“The biggest thing that’s been different from my time in Washington until now is the transparency that we have,” said Matthews. “Even from our President [Brad Estes] and how he’s been able to sit players down, communicate with them, ask them what they’d like to see. And so I just think that’s been an outpouring of receptiveness on their end. It just feels like we’re finally being heard. I just think if the transparency keeps progressing, then we’ll see some of the changes – hopefully, all the changes – that we’d like to see.”
“This is just a time of change,” said Merrick on where she sees the league going. “Our league deserves better, and that’s what we’re working towards — bettering everything, protecting our players more, and taking things more seriously. Just having the conversations that need to be had even if it’s uncomfortable – we are starting to have those. That’s just the beginning of it and pushing toward change is to continue having these talks and educate people on things that are and aren’t okay. Overall, transparency throughout the league would be really good for us.”
In terms of how Racing weathered Holly’s firing and other league scandals, Matthews says the team has mostly remained positive.
“I think, honestly, our locker room has been really positive about everything. It did get really heavy on us for a while there, but I think the spirit of what we’ve been able to accomplish just in our conversations and like I said, the transparency that we’ve had from the front office, the higher-ups to any of the players, that cohesiveness plays into how we’re able to cope on the field. And I think it gives us a boost of confidence to know we’re being heard. We’re able to communicate with each other better because of it.”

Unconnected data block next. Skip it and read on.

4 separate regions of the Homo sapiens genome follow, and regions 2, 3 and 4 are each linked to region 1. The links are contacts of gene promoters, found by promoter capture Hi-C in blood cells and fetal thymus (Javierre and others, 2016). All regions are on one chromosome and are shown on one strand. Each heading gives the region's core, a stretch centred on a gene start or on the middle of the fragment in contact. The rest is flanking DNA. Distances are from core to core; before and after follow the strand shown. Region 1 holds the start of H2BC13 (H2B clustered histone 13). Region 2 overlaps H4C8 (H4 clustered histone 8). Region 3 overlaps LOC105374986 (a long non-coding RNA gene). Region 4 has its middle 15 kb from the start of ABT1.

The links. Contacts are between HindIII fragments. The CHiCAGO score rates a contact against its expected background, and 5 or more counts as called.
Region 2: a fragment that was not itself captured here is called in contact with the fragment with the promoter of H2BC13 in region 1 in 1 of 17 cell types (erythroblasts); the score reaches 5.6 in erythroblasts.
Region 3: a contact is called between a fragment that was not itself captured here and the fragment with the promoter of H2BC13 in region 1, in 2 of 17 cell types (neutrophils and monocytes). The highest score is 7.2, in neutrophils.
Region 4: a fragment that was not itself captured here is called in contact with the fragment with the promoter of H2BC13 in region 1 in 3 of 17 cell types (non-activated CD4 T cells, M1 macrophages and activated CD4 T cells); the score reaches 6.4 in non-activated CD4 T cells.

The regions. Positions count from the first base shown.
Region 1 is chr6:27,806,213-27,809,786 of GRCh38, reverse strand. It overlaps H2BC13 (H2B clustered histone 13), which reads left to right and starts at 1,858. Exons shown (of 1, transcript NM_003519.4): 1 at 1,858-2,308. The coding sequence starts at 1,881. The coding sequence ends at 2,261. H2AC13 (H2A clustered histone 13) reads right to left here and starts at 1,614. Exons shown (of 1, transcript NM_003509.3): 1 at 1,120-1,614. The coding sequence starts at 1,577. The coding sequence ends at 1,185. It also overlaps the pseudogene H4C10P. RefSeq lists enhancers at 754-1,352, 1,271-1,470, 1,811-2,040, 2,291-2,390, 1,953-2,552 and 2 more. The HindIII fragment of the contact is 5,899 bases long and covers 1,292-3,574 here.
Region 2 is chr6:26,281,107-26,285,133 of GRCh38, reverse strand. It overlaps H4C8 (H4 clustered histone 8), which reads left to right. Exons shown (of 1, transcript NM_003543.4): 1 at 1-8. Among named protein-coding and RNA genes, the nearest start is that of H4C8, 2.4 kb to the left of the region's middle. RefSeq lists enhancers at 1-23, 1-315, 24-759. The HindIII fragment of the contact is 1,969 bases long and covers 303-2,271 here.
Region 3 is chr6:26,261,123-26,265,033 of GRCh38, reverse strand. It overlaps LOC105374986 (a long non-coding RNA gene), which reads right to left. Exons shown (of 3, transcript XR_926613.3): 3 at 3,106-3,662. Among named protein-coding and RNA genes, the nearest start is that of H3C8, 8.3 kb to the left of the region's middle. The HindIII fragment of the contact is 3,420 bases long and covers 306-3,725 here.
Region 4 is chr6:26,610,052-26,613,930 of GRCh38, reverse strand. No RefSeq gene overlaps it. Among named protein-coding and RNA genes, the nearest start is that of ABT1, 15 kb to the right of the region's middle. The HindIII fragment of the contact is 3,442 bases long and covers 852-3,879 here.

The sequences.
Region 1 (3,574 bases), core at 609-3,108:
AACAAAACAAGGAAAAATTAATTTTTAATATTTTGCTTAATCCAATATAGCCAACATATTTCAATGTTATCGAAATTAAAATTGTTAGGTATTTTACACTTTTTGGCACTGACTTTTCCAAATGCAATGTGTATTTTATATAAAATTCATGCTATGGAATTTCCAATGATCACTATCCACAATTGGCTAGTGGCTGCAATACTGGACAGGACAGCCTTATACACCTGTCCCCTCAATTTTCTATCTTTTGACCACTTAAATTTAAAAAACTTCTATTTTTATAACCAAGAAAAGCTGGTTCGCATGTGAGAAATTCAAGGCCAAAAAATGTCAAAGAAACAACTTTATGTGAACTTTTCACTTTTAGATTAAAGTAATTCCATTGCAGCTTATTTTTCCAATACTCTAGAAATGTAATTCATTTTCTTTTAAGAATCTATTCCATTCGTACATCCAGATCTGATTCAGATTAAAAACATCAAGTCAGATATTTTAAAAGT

By The Numbers
Stats don’t always paint a perfect picture of a match. To most people’s eyes, Racing dominated play in the second half of the match, and yet, their passing accuracy actually dropped in the second half and their possession barely changed.
For the full match, Racing had a fairly low passing accuracy of only 72% (75% FH, 70.4% SH) compared to the Pride’s 78%. The Pride’s passing accuracy dropped precipitously from 82% to 74% from the first to second half. This demonstrates that Racing did a better job of cutting off passing lanes or challenging Pride’s players more effectively in the latter part of the match.
Racing’s players also seemed to take Sanchez’s halftime remarks about giving the Pride too much respect to heart. They conceded no fouls in the first half, but committed 9 in the second.